Monroe, Ga. -- The crude, black "KKK" spray-painted on the underside of a newer bridge over the Apalachee River is the only suggestion of the lynchings that took place here nearly 59 years ago.
In 1946, a white mob pulled four black sharecroppers from a car near the river's banks, dragged them down a wagon trail by the old Moore's Ford Bridge and shot them to death.
Now, dozens of politicians, activists and relatives of the victims are pressing a local prosecutor to use the FBI's original investigation to seek indictments against the few surviving suspects in the deaths of Roger and Dorothy Malcom and George and Mae Murray Dorsey.
"This," declared state Rep. Tyrone Brooks of Atlanta, "was the most heinous collective crime ever perpetuated against African-Americans in this state."
Brooks is an honorary member of what has come to be known as the Moore's Ford Memorial Committee, which first came together in 1997 simply to commemorate the two slain couples.
This weekend, the group is hoping to gather support with two events: a rally Friday night at the courthouse and a march -- led by Brooks -- across the bridge Saturday.
So far, though, the committee's prosecutorial efforts -- bolstered by several civil rights cases reopened in recent years -- have not influenced District Attorney Ken Wynne, who says he will not seek indictments unless new evidence is presented. He points to a 2001 investigation by the Georgia Bureau of Investigation that did not unearth any new evidence. GBI officials, however, say they consider the case open.
Brooks' response to Wynne's stance is pointed.
"We don't need any more investigations. The evidence is there," Brooks said. "They should be charged and let a jury decide their fate."
According to the FBI report, Roger Malcom, 24, had stabbed Barnette Hester, a white farmer, in the chest with a pocket knife 11 days before the lynchings. Malcom, witnesses told authorities, suspected Hester was sleeping with his wife, Dorothy.
Monroe police Chief Ben Dickerson told the FBI that a mob of white men gathered days later in the woods south of town to figure out how "to get Roger out of jail," presumably to lynch him for the attack on Hester.
On July 25, 1946, white farmer Loy Harrison paid $600 to bail Malcom out of jail in exchange for Malcom working in his 1,000-acre farm. Harrison also took along Dorothy Malcom and the Dorseys.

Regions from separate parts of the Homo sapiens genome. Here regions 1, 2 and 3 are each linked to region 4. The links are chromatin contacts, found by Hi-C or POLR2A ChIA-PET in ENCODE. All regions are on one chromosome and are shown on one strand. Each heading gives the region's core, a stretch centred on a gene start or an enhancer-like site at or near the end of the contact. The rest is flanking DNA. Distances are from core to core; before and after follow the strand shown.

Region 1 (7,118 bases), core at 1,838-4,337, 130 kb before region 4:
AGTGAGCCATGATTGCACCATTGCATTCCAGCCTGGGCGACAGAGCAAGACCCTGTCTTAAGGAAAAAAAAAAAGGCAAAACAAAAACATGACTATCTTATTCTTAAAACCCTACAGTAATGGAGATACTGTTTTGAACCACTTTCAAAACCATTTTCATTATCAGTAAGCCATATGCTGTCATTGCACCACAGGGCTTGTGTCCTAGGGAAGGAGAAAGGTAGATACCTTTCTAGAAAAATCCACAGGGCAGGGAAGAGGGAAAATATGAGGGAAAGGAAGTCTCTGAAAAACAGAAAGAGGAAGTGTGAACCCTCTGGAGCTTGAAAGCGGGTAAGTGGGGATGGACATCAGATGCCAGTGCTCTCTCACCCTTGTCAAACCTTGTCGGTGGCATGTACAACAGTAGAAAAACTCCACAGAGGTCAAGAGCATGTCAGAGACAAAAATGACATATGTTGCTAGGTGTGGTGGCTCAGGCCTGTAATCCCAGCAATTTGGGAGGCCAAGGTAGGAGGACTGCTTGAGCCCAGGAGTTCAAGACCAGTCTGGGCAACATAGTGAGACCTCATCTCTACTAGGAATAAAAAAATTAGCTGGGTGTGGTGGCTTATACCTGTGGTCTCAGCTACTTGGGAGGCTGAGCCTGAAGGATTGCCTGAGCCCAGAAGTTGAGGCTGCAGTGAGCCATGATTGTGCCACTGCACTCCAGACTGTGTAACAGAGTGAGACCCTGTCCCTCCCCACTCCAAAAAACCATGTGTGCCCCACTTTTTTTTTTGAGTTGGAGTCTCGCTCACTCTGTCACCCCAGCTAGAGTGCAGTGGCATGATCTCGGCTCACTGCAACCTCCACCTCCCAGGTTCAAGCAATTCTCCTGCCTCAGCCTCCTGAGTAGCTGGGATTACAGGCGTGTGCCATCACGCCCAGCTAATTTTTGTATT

Crossing the Moore's Ford Bridge on the way to his farm, Harrison's car was "hijacked" by the mob. Harrison, who was spared, told the FBI he didn't recognize any of the men. The FBI report noted Harrison was a former Ku Klux Klansman and well-known bootlegger.
President Truman marshaled the FBI to Monroe, about 40 miles east of Atlanta. But according to officials, suspects and witnesses resented being questioned. Georgia State Patrol Maj. William Spence was quoted as saying: "The best people in town won't talk."
A September 1946 article in The New Republic magazine pointed out several holes in the witnesses' stories and questioned the investigation's thoroughness: Why was bail set so low for Roger Malcom? Why did Harrison bail out Malcom? Why did Harrison take a lonely side road to his farm rather than the paved highway?
In its 500-page synopsis of the case, the FBI said some of the 55 suspects were named simply for being relatives, friends or neighbors of Hester. Others were listed as suspects because they could not explain their whereabouts on the day of the lynching.
At least two of the named suspects are still alive. Repeated telephone messages left by The Associated Press at their homes went unreturned.
Few leads have developed over the years, and committee members have long complained about local residents' reticence toward the case. Indeed, many in the community are not eager to see the case revisited.
An example is an elderly woman on the town's Broad Street.
"Leave those poor people alone," said the woman, who declined to give her name. "They're all dead."
The committee recently invited the victims' relatives to the lynching site. It was the first visit for Roger Malcom's aunt Rosa Ingram, 87.
"I feel awful lonesome," she said stoically. "You know it's always sad when you lose your folks."